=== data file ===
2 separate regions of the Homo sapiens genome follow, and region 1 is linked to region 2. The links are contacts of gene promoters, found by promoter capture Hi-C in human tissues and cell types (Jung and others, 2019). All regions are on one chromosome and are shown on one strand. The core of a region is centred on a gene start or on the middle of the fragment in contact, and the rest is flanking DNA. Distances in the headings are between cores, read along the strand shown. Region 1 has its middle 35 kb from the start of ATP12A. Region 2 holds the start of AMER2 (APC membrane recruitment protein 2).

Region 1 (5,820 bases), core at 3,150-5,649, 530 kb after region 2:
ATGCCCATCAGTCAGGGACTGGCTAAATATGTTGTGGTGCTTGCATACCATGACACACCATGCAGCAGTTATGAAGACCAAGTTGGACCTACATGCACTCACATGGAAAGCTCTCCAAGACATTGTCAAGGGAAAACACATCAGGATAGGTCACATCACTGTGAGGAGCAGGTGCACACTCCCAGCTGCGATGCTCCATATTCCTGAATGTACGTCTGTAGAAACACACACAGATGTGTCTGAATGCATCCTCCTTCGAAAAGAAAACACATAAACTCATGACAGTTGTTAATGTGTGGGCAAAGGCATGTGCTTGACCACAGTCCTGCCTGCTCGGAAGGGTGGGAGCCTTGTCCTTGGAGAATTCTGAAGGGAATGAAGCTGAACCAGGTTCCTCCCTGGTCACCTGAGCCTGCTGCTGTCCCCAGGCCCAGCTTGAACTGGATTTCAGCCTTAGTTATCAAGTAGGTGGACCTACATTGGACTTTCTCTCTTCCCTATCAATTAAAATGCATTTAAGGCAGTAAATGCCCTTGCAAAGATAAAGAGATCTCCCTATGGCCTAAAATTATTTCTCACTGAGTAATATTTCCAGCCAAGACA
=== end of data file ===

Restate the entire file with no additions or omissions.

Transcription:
2 separate regions of the Homo sapiens genome follow, and region 1 is linked to region 2. The links are contacts of gene promoters, found by promoter capture Hi-C in human tissues and cell types (Jung and others, 2019). All regions are on one chromosome and are shown on one strand. The core of a region is centred on a gene start or on the middle of the fragment in contact, and the rest is flanking DNA. Distances in the headings are between cores, read along the strand shown. Region 1 has its middle 35 kb from the start of ATP12A. Region 2 holds the start of AMER2 (APC membrane recruitment protein 2).

Region 1 (5,820 bases), core at 3,150-5,649, 530 kb after region 2:
ATGCCCATCAGTCAGGGACTGGCTAAATATGTTGTGGTGCTTGCATACCATGACACACCATGCAGCAGTTATGAAGACCAAGTTGGACCTACATGCACTCACATGGAAAGCTCTCCAAGACATTGTCAAGGGAAAACACATCAGGATAGGTCACATCACTGTGAGGAGCAGGTGCACACTCCCAGCTGCGATGCTCCATATTCCTGAATGTACGTCTGTAGAAACACACACAGATGTGTCTGAATGCATCCTCCTTCGAAAAGAAAACACATAAACTCATGACAGTTGTTAATGTGTGGGCAAAGGCATGTGCTTGACCACAGTCCTGCCTGCTCGGAAGGGTGGGAGCCTTGTCCTTGGAGAATTCTGAAGGGAATGAAGCTGAACCAGGTTCCTCCCTGGTCACCTGAGCCTGCTGCTGTCCCCAGGCCCAGCTTGAACTGGATTTCAGCCTTAGTTATCAAGTAGGTGGACCTACATTGGACTTTCTCTCTTCCCTATCAATTAAAATGCATTTAAGGCAGTAAATGCCCTTGCAAAGATAAAGAGATCTCCCTATGGCCTAAAATTATTTCTCACTGAGTAATATTTCCAGCCAAGACA